I can work with your charity or organisation to help raise funds. This could be something as simple as a Tupperware party where I give you a cash donation instead of the free and half-price rewards for hosting a classic Tupperware home party. I can also increase the donation by donating some Tupperware products for a big raffle, and of course registered charities can claim an extra 20% in Gift Aid on top of all that. Please contact me direct for more information.
For a bigger donation, I can also work with your organisation on a Fundraising Month. I will donate 10% of my sales that month to your organisation, and in return I ask you to host a Tupperware fundraiser event, and publicise my business to your supporters and staff to increase the donation. In 2016 I had successful fundraising months for the European Alliance for Human Rights in North Korea and for the Blackfriars Settlement Older Peoples' Services.
I have also run fundraising Tupperware parties for Sutton Vineyard Church, Help for Heroes, the London Finnish Church (where, memorably, a Member of the Finnish parliament won the raffle), the London Vegan Potluck raising funds for Animal Aid, and more.
With the 10% of sales, raffle proceeds and Gift Aid, a fundraisers with 20+ guests can raise around £250, but the sky's the limit.
A fundraiser can take place online too. I can give all your guests a special code to use when ordering, and we keep track of your party sales that way.
Events and talks
I can bring a touch of Tupperware magic to a birthday party, baby shower, hen party, or other celebration. I can also do a more "performance" Tupperware party for an audience, an away day, a Vintage-themed event, etc. If it is more of a talk, performance or presentation than a commercial event where I am selling Tupperware products, I may ask for you to cover my travel expenses.
I am used to public speaking, and I regularly give entertaining illustrated presentations to Women's Institute meetings, design and marketing students, and others about the history and culture of Tupperware parties. Tupperware began in the USA in the late 1940's as an opportunity for women to gain entrepreneurial skills and extra income, outside of the regular workforce, and came to the UK in the early 1960s. Tupperware is interesting for its brand, its unique parties where social meets commercial, and as an empowerer of women since the 1950s -- although there are interesting disputes about the latter issue.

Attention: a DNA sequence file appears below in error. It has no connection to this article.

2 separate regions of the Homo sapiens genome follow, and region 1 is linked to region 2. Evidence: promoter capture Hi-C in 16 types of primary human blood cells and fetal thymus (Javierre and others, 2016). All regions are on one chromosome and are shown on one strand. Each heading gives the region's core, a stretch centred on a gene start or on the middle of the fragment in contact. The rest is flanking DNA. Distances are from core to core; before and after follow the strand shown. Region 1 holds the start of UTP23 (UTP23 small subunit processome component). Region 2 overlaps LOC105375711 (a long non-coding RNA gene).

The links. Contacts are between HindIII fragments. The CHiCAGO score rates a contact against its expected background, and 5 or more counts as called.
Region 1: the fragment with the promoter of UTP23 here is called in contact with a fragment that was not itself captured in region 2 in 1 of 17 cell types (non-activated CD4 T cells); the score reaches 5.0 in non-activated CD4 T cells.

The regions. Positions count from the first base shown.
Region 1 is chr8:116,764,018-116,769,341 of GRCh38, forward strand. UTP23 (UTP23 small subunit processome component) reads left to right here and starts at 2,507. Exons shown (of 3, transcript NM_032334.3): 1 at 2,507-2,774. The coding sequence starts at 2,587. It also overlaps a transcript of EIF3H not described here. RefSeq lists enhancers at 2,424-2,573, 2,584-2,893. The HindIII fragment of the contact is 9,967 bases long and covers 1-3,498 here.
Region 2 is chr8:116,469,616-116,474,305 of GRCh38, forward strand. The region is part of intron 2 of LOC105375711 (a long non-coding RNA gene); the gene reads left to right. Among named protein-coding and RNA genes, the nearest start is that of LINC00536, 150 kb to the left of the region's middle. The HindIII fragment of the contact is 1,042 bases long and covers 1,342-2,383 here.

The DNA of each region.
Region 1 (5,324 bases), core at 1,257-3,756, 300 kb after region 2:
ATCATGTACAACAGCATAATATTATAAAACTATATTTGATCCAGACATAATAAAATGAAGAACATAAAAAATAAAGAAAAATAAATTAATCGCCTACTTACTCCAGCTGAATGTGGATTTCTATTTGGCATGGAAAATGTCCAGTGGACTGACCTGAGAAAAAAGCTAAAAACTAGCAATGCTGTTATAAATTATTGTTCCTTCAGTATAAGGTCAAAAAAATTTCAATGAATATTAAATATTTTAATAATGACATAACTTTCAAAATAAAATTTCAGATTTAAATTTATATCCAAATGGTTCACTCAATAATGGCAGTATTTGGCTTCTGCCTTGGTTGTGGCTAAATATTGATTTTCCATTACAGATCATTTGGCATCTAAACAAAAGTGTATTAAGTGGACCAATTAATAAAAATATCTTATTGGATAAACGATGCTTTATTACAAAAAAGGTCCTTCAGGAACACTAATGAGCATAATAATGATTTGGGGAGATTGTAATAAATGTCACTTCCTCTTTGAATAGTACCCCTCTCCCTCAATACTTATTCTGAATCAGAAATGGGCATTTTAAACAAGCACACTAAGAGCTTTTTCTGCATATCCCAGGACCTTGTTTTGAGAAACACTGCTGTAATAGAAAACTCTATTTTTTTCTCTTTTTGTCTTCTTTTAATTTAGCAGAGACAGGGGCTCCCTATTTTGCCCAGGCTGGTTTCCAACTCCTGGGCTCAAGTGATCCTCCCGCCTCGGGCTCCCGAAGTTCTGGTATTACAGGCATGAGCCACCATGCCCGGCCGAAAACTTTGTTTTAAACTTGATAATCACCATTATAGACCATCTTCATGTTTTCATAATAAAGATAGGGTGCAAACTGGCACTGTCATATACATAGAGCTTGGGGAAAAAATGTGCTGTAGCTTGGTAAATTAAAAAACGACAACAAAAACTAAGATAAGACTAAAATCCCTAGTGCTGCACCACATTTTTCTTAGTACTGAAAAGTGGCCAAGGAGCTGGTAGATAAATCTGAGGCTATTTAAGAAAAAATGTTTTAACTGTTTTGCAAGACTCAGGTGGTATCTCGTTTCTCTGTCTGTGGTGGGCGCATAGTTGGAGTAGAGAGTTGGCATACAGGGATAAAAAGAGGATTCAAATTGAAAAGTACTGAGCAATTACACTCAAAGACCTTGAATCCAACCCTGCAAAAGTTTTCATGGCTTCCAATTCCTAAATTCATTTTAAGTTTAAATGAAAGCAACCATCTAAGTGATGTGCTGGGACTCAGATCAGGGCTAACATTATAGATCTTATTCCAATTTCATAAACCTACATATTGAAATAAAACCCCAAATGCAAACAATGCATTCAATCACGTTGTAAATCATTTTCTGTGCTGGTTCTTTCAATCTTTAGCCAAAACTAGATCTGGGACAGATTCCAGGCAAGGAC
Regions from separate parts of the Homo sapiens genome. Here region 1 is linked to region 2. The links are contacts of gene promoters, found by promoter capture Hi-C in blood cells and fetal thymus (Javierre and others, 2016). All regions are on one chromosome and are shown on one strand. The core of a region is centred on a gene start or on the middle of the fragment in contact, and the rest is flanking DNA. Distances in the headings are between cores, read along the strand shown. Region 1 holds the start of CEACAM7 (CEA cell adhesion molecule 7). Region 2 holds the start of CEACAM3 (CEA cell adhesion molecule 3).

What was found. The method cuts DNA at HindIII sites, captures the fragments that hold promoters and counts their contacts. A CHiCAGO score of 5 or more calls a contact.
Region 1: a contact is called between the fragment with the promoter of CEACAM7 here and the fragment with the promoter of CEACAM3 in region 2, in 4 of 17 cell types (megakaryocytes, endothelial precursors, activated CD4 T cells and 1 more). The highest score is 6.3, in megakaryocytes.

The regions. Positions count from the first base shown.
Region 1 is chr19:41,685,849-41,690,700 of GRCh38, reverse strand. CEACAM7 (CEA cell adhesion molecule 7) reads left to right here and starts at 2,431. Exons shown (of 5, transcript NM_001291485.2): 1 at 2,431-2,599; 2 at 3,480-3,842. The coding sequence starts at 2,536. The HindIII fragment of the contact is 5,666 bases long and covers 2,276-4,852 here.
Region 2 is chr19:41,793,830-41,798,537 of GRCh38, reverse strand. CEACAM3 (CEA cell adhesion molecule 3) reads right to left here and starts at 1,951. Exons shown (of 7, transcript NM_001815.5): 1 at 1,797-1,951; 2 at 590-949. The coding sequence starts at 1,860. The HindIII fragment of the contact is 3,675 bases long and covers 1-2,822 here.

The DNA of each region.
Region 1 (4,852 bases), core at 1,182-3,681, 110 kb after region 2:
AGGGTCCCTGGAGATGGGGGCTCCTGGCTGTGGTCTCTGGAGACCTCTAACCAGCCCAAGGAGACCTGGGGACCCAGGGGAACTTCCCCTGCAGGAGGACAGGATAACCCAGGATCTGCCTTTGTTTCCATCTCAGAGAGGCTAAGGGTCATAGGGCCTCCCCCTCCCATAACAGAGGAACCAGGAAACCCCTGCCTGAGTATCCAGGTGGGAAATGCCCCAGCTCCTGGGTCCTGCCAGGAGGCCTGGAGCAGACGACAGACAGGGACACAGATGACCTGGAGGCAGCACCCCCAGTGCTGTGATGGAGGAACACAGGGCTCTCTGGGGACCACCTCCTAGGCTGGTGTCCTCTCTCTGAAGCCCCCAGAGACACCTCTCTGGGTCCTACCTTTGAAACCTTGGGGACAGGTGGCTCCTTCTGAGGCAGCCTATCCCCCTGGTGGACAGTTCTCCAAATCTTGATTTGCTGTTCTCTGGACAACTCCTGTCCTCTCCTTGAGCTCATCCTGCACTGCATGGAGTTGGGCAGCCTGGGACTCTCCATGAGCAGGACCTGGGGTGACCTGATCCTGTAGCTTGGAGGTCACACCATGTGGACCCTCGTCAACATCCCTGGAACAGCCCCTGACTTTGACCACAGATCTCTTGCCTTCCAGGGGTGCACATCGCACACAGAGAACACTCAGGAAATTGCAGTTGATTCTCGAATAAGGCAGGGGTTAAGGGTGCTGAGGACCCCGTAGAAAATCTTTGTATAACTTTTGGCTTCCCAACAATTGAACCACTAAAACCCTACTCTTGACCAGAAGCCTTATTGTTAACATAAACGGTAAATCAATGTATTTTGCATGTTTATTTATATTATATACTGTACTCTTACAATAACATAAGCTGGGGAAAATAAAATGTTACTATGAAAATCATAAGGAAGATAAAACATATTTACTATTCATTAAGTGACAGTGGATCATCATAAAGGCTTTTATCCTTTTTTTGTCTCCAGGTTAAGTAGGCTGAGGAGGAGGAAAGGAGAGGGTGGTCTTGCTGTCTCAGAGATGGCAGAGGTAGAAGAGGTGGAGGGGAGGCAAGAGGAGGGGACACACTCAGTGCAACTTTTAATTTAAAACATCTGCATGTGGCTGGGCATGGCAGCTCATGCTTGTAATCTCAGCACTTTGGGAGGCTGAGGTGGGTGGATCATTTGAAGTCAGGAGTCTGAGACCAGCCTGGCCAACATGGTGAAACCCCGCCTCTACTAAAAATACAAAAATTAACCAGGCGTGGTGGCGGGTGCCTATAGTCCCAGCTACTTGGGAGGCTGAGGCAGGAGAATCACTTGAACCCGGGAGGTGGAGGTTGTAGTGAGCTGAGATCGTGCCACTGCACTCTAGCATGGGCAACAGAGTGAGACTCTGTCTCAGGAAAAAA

Many Tupperware products are now design classics, and I am often asked to take part in vintage-themed events, where I showcase can Tupperware designs of the 1950s to 1980s, many of which are still available.
I also have a stock of original 1960s and 1970s Tupperware products, which are available for hire for photo shoots, or set dressing.
I have run Tupperware parties, events, talks for a very broad range of organisations and venues in London, for example:
- Providing catalogues, products and after-show sales for Dixie's Tupperware Party for Dixie's shows at the Soho Theatre, London and at the Edinburgh Fringe Festival
- A 3-day 1960s-themed Tupperware home party for Wayne and Gerardine Hemingway at the Vintage at Southbank festival, in celebration of 50 years of Tupperware in the UK
- A party in an art gallery as part of a performance art project
- A party in a beach hut designed by Alesha Dixon for the opening night of London Fashion Week
- Presentations to many Women's Institute groups in London about working in Tupperware
- An Afro-Caribbean family day in Kilburn
- The "Homo Homemakers" LGBT Christmas fayre at St Paul's Waterloo, and the Village Fete at the Queer Up North festival in Manchester
- Party for delegates and film-makers at the London Lesbian and Gay Film Festival